1. The Duke Mitchell "Night of the Trailers" was problematic af, with several of the trailers completely inappropriate for a crowd who sees nothing wrong with cross-dressing or queer coding, and rather a lot wrong with catering for the male gaze.
That said, both the short films shown were rather nice, and the second in particular was delightfully sweet and melancholy. I've embedded it below, and strongly suggest you give it a try; it's only fifteen minutes long, and entirely lovely.
It's also worth noting that we got to vote on whether to see this. We had the choice between this, described as "funny and sweet", or two sci-fi films, one "weird" and the other "gritty". We went with this one. Which, honestly, how cool is that? How many other screening sessions at a sci-fi/fantasy convention are going to plump for "sweet" over "weird" and "gritty"?
This is why Nine Worlds is my home now.
2. A depressingly small number of Trek fans understand the difference between utopianism and utopia, conflict versus disagreement, and realism versus adolescent grimdark. I feel really bad about saying I hoped Star Trek Discovery returned to the utopianism of early-mid TNG, because it led to a dozen or more people to drone on about how the Federation should be considered venal and corrupt, as though that were mutually exclusive to the ship's utopianism. I mean, there's probably worse things to say in a discussion about Star Trek than "the human race is built on conflict", but I'm not sure what they'd be, short of actual bigotry.
Still, at least I knew I wasn't the worst (albeit accidental) derailing specialist in the room; that prize went to someone two seats from me who'd decided the queuing system to speak put in place by the (rather excellent) panel didn't apply to them, so long as they were correcting somebody else. Needless to say, more than one of their corrections were incomplete, or flat-out incorrect. So well done, self-appointed fact-checker! You're an arsehole and useless at your job!
3. Red Seven is a rather nice game, even if its name makes it a rather cruel trick to suggest playing it during a sci-fi convention (clearly an AU tie-in opportunity there). Jamie described it as a better-designed Fluxx, I called it a child's primer to R. Scott Bakker's benjuka, because I'm pretentious.
Either way, it's one of those games where your actions change the rules themselves. Players receive seven cards, each a unique combination of colour (red to violet) and number (1 to 7), hence the name of the game. Each card can be played in front of you (in your "palette") or be placed on top of the rules deck to change how the game is operating - each colour has its own winning condition. You can play a maximum of one card to each location a turn, so there's never more than 98 strategies you can enact when it's your go. By the end of your go, you have to be winning by the current rules, or you're out. So either you have to play a winning card under the current rules, change the rules so you're now winning, or do both.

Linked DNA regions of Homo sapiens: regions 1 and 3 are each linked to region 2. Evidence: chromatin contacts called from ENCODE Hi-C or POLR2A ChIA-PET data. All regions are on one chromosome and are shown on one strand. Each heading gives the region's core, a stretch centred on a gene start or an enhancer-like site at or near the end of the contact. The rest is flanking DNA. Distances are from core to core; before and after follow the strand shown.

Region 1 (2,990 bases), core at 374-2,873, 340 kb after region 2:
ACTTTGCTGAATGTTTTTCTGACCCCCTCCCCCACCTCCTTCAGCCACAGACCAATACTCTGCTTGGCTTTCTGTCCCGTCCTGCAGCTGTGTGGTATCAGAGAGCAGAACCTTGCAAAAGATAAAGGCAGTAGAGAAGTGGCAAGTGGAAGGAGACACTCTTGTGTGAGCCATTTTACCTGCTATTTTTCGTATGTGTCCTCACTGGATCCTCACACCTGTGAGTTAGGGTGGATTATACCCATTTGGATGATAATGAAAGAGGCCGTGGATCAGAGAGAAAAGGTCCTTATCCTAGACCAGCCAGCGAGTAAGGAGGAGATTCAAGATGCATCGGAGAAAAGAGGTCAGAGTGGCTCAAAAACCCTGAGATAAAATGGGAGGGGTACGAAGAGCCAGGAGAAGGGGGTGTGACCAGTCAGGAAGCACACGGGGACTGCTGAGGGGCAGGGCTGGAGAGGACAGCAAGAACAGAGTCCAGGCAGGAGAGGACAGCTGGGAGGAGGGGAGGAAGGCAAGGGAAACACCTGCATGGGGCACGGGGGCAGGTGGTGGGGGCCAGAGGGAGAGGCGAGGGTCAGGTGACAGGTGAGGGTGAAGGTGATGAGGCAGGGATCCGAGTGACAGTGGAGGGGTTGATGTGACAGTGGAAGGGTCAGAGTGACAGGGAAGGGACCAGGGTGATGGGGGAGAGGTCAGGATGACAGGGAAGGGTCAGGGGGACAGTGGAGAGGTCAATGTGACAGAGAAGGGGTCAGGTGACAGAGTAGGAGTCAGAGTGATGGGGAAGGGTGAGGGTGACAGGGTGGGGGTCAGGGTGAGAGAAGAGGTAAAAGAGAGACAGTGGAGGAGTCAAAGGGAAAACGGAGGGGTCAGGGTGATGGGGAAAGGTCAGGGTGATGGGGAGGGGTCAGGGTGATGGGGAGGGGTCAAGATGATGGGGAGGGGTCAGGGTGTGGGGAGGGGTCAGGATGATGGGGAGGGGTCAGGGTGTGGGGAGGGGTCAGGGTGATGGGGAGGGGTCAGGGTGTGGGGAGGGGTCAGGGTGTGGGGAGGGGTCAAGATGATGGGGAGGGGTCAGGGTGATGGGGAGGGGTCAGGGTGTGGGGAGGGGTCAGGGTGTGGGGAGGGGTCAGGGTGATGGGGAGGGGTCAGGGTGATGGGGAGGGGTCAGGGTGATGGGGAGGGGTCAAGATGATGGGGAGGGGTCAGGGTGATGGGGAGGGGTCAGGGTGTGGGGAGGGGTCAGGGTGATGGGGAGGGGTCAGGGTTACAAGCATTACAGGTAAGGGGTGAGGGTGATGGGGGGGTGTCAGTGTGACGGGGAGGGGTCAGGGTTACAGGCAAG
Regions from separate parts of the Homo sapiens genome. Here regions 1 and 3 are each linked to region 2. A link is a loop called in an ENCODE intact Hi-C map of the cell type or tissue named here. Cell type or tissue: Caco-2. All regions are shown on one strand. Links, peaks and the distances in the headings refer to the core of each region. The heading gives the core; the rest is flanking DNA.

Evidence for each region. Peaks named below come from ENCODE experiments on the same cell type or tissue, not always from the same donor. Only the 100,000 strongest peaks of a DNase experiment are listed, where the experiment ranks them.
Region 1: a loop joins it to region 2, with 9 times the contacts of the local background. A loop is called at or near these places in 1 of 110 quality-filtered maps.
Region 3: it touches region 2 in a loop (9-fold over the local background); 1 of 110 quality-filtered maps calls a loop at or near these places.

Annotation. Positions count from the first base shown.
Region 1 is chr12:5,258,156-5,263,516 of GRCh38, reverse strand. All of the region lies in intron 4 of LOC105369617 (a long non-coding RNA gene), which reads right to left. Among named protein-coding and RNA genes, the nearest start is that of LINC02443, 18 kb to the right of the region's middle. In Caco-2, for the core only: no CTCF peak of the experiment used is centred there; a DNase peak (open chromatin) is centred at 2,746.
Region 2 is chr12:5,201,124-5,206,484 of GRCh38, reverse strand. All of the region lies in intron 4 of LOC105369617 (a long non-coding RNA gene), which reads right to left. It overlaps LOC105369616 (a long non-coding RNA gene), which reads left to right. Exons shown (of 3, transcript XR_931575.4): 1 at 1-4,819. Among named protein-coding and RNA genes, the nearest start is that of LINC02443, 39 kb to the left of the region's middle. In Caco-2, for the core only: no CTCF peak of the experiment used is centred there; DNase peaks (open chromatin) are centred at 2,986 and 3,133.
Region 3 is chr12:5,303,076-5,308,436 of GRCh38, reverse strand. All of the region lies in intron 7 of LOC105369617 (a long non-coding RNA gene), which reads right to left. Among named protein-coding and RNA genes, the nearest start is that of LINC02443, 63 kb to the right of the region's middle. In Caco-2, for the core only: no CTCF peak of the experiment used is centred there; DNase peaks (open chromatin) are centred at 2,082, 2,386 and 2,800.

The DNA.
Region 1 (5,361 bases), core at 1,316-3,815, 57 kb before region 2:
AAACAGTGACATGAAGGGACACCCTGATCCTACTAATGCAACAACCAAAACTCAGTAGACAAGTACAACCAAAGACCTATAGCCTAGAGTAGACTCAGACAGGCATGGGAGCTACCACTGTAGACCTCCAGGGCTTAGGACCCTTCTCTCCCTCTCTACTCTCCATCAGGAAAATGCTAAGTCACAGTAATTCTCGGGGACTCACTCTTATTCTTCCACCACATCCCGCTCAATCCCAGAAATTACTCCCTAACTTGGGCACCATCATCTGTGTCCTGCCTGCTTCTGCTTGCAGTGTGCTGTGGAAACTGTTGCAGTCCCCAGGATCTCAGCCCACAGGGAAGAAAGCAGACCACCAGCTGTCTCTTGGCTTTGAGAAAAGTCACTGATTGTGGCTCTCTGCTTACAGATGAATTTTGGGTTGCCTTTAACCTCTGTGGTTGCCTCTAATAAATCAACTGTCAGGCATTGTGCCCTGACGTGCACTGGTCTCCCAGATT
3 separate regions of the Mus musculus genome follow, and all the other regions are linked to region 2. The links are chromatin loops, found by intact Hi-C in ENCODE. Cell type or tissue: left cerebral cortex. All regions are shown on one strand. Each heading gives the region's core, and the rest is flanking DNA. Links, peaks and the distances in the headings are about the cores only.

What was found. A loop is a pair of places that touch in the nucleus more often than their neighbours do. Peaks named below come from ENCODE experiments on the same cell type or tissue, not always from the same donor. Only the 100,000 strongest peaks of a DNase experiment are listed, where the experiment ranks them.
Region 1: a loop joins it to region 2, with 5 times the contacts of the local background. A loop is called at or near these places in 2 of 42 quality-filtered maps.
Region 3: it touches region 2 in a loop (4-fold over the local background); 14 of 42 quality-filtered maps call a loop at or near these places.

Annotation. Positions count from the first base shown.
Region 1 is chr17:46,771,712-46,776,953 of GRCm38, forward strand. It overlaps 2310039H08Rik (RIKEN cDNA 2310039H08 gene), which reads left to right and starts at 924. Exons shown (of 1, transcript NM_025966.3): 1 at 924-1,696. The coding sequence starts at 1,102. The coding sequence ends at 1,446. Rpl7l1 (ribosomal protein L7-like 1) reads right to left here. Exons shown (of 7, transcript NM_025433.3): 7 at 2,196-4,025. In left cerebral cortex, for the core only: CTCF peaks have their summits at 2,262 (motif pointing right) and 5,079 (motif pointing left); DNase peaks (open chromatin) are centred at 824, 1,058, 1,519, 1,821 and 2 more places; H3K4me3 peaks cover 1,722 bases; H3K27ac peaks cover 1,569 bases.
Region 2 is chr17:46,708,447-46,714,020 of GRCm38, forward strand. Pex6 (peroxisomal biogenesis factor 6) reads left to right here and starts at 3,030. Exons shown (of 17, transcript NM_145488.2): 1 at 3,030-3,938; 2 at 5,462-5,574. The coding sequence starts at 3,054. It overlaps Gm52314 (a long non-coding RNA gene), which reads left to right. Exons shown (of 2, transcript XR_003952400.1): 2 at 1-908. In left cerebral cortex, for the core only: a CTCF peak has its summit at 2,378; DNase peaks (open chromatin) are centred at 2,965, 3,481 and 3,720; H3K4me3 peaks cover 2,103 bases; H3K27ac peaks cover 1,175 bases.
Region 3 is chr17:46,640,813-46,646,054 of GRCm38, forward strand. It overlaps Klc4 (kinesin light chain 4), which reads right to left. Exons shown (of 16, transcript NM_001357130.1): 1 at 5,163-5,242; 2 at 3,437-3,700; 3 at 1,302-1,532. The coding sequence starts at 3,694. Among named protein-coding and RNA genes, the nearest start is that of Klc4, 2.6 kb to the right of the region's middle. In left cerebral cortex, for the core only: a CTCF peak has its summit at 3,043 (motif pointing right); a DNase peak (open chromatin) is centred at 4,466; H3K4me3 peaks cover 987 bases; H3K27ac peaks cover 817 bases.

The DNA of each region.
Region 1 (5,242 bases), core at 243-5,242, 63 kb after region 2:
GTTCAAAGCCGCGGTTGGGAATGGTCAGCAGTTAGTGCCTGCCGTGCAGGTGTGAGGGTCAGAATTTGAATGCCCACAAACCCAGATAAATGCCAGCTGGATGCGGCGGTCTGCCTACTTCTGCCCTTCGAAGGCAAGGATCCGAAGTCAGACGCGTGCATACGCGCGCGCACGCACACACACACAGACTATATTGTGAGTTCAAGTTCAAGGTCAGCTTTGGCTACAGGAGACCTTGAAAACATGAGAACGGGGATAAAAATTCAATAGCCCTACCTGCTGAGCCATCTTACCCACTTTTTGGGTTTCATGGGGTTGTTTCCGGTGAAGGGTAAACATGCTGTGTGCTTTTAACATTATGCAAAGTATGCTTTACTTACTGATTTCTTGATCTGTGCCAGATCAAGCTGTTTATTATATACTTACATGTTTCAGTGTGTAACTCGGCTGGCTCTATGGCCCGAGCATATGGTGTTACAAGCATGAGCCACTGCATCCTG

Which is pretty straightforward, with none of your turns requiring more than two minutes to work out what combinations will keep you alive for another round. The part where it gets interesting is knowing that every card you use to improve your palette is one you can't use to change the rules, and vice versa. Having the red seven (the most powerful card in the game since there's a colour hierarchy with red on top) is really useful under red rules (highest card wins), of no more use in general than any other under blue rules ("most different colours wins"), and an active drag factor under violet rules ("most cards under 4"). If you play it in your palette, you can't use it to switch to the red rules which it's an automatic winning card. If you play it on the rules pile so that highest card wins, you'll need a different high card to avoid going out. Your resources keep dwindling, in other words, and it's made more difficult by knowing every card you give up could be the one you need when someone else changes the rules, and that every time you have to change the rules and play to your palette to be winning, you've used two of the seven cards you started with, which could leave you unable to take a turn whilst others still have cards left to play.
It's immensely elegant, tactical without being overwhelming, and all over in five minutes. Very much recommended.
4. A more serious one here: the talk and subsequent discussion on fat representation in genre fiction was absolutely fascinating. I took away a few recommendations (I'm more eager than ever to find a way to experience Steven Universe without having to pay a ludicrous amount for it) and acquired some useful zingers/responses for future use. Mainly though, I was amazed at how little tolerance people in the room had for any of the "nicer" synonyms for fat, insisting that fat was what they were, and this was fine, and trying to find other ways to say it is just an attempt by people to separate the fat people they like from the fat people they don't. Which is so obvious a point I'm amazed it had taken me so long to encounter it.
Which I guess is to say: I am fat.
(I also learned from someone in the audience that in her experience she got far more anti-fat remarks directed at her whilst presenting as feminine than she did when presenting as butch. This is the sort of thing that even decades of getting crap over your weight can't lead you to understand when you're a cis-het white guy.)
5. The history and uses of filk are both great fun to learn about, and common meter is incredibly useful:
"Oh Elven grace, how sweet the ground
In Rivendell I see.
I once was lost, but now I've found
A homely house for me."